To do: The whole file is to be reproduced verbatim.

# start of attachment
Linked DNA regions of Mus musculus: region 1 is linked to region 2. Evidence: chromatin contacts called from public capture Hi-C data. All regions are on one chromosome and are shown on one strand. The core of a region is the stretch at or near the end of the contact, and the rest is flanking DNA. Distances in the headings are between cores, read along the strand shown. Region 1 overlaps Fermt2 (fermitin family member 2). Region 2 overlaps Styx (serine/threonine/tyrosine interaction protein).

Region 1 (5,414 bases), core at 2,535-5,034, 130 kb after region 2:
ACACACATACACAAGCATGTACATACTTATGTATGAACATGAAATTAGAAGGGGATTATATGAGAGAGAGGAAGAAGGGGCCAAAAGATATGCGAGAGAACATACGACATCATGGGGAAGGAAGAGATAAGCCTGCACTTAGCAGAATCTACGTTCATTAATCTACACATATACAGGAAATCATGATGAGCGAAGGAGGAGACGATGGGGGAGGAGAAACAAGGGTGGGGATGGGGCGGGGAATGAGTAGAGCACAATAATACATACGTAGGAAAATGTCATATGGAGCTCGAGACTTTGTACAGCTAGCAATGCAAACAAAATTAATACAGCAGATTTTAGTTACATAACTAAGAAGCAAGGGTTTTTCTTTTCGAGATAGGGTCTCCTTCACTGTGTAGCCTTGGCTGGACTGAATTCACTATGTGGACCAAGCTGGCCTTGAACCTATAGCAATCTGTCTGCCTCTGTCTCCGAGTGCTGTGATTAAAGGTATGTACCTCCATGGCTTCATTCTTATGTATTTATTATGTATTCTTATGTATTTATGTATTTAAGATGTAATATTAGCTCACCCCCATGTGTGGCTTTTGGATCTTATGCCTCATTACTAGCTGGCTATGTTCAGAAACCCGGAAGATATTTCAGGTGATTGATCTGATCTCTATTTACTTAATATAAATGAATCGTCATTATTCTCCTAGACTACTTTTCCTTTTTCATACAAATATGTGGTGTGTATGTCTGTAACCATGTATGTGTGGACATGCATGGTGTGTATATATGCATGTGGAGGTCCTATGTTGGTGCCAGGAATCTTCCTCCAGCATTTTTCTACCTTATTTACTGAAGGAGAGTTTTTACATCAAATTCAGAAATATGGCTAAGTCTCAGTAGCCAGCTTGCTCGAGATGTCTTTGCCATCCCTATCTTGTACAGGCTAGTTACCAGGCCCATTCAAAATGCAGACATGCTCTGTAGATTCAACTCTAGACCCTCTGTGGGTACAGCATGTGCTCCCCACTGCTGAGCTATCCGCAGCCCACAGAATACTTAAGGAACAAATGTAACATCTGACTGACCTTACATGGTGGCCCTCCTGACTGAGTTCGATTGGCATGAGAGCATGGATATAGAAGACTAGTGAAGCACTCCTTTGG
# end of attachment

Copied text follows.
Linked DNA regions of Mus musculus: region 1 is linked to region 2. Evidence: chromatin contacts called from public capture Hi-C data. All regions are on one chromosome and are shown on one strand. The core of a region is the stretch at or near the end of the contact, and the rest is flanking DNA. Distances in the headings are between cores, read along the strand shown. Region 1 overlaps Fermt2 (fermitin family member 2). Region 2 overlaps Styx (serine/threonine/tyrosine interaction protein).

Region 1 (5,414 bases), core at 2,535-5,034, 130 kb after region 2:
ACACACATACACAAGCATGTACATACTTATGTATGAACATGAAATTAGAAGGGGATTATATGAGAGAGAGGAAGAAGGGGCCAAAAGATATGCGAGAGAACATACGACATCATGGGGAAGGAAGAGATAAGCCTGCACTTAGCAGAATCTACGTTCATTAATCTACACATATACAGGAAATCATGATGAGCGAAGGAGGAGACGATGGGGGAGGAGAAACAAGGGTGGGGATGGGGCGGGGAATGAGTAGAGCACAATAATACATACGTAGGAAAATGTCATATGGAGCTCGAGACTTTGTACAGCTAGCAATGCAAACAAAATTAATACAGCAGATTTTAGTTACATAACTAAGAAGCAAGGGTTTTTCTTTTCGAGATAGGGTCTCCTTCACTGTGTAGCCTTGGCTGGACTGAATTCACTATGTGGACCAAGCTGGCCTTGAACCTATAGCAATCTGTCTGCCTCTGTCTCCGAGTGCTGTGATTAAAGGTATGTACCTCCATGGCTTCATTCTTATGTATTTATTATGTATTCTTATGTATTTATGTATTTAAGATGTAATATTAGCTCACCCCCATGTGTGGCTTTTGGATCTTATGCCTCATTACTAGCTGGCTATGTTCAGAAACCCGGAAGATATTTCAGGTGATTGATCTGATCTCTATTTACTTAATATAAATGAATCGTCATTATTCTCCTAGACTACTTTTCCTTTTTCATACAAATATGTGGTGTGTATGTCTGTAACCATGTATGTGTGGACATGCATGGTGTGTATATATGCATGTGGAGGTCCTATGTTGGTGCCAGGAATCTTCCTCCAGCATTTTTCTACCTTATTTACTGAAGGAGAGTTTTTACATCAAATTCAGAAATATGGCTAAGTCTCAGTAGCCAGCTTGCTCGAGATGTCTTTGCCATCCCTATCTTGTACAGGCTAGTTACCAGGCCCATTCAAAATGCAGACATGCTCTGTAGATTCAACTCTAGACCCTCTGTGGGTACAGCATGTGCTCCCCACTGCTGAGCTATCCGCAGCCCACAGAATACTTAAGGAACAAATGTAACATCTGACTGACCTTACATGGTGGCCCTCCTGACTGAGTTCGATTGGCATGAGAGCATGGATATAGAAGACTAGTGAAGCACTCCTTTGG